College presses to repair Bo lab
The department’s recommendation marks a potential sea change in a conversation around the lab that has drawn local support for community ownership. Though it has been on the table before, a conversation sparked last summer around the possibility of the college transferring ownership to the village or a nonprofit that could better access funds for repairs.
The site, which includes a two-story house, a water storage tank, a shed and a public dock, has been closed since 2006 due to a number of critical health and safety issues, including black mold infestations.
“I think everyone in the community can agree that we do not want the lab to sit abandoned any longer,” said Ralph Camiccia, who chairs the county’s Bolinas Lagoon Advisory Council. Mr. Camiccia is also part of a subcommittee formed by the Bolinas Community Public Utility District at the recommendation of Supervisor Dennis Rodoni to explore the possibility of community ownership.
The department’s resolution includes letters of support from Bolinas stakeholders, including the school district, the Rod & Boat Club and the lagoon advisory council. Local conservation organizations such as the Environmental Action Committee of West Marin as well as the acting superintendents of the Point Reyes National Seashore and Golden Gate Recreation Area also contributed letters.
The college’s president, David Wain Coon, said he received the department’s recommendation and is reviewing it with legal counsel.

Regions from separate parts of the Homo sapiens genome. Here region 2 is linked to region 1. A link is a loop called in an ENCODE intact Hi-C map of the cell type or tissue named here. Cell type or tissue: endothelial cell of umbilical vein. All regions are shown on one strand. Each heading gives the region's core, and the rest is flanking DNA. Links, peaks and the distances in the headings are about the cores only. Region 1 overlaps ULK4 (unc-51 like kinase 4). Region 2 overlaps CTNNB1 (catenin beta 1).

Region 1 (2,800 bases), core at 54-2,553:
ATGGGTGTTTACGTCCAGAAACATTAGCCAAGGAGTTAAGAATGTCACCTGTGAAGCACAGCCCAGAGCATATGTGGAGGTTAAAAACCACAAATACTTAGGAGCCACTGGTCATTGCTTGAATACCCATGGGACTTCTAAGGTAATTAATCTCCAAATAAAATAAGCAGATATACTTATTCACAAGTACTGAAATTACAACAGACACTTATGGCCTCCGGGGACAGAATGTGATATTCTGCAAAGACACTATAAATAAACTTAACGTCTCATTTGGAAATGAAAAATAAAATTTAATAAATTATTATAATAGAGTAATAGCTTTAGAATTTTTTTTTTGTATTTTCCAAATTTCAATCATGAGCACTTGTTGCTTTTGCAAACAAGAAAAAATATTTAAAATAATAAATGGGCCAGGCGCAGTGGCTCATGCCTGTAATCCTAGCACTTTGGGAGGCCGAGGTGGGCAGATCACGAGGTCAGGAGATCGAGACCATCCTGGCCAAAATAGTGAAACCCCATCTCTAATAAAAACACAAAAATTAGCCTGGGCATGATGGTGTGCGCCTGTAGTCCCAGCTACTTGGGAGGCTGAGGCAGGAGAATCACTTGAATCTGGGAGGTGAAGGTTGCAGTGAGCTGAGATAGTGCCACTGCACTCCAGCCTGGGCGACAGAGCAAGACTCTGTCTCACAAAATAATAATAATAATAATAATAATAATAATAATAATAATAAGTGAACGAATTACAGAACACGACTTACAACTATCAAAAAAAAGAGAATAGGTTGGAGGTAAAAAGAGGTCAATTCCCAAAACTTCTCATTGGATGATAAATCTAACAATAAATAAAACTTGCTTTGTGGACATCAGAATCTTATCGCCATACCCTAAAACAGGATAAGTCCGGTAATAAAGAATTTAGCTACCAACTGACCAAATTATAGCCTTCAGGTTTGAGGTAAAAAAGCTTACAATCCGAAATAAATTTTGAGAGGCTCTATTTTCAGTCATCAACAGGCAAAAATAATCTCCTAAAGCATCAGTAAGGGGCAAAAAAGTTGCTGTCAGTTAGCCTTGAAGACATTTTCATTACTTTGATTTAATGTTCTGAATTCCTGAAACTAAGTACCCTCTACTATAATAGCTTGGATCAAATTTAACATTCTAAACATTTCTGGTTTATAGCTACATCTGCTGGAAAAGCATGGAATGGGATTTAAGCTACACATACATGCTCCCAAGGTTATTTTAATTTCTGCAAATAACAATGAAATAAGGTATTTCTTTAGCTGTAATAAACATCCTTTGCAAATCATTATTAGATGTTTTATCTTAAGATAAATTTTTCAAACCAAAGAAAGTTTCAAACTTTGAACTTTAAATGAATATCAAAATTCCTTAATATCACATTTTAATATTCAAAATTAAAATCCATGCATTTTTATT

Back in 2016, the college included the renovation on a list of projects that could be undertaken with funds generated by a bond measure, which ultimately generated $265 million in funds.
Yet after voters approved the measure, the college decided it could not use bond funds to repair the lab, Mr. Coon said at a meeting last October. According to him, a state law called the Field Act prohibits using state funds for the repair or reconstruction of school buildings within 50 feet of faultlines. Mr. Coon said the lab fell within that distance of the San Andreas fault.
But the department’s letter challenged this reasoning on a number of counts. First, it said the lab is exempt from the restrictions of the Field Act, which explicitly does not regulate “outdoor science classrooms.” Second, it argues that the college has not properly determined that the lab is indeed within 50 feet of a faultline.
Perhaps most importantly, the letter said the Field Act does not regulate community college buildings at all. Those are regulated by a 1972 law called the Alquist-Priolo Earthquake Fault Zoning Act, the letter states, but that act applies only to school buildings located on campuses. The resolution urged the college to use existing funds generated by the 2016 bond measure to start repairs.
The overwhelming support for the department’s call to keep the lab within the college’s ownership does not come out of the blue. A public meeting about the future of the lab last October was dominated by people with ties to the college who urged the administration not to let go of the lab but to restore it for college use. Many stated how influential it had been in their own careers as marine biologists or described the importance of field-based education.
But at the time, Mr. Coon said he wanted to find a “win-win” for the college and the community. He described two ways forward: either the college could surplus the property and transfer ownership to a new entity, or it could keep the property and sign a long-term lease with a nonprofit that would be able to raise enough money to rebuild the lab. He called the latter the “preferred option.”
The life and earth sciences department said it hopes to collaborate with the community, government entities and conservation groups, stating in its letter that such “chances for relationship-building will lead to internship and job opportunities in very competitive fields.”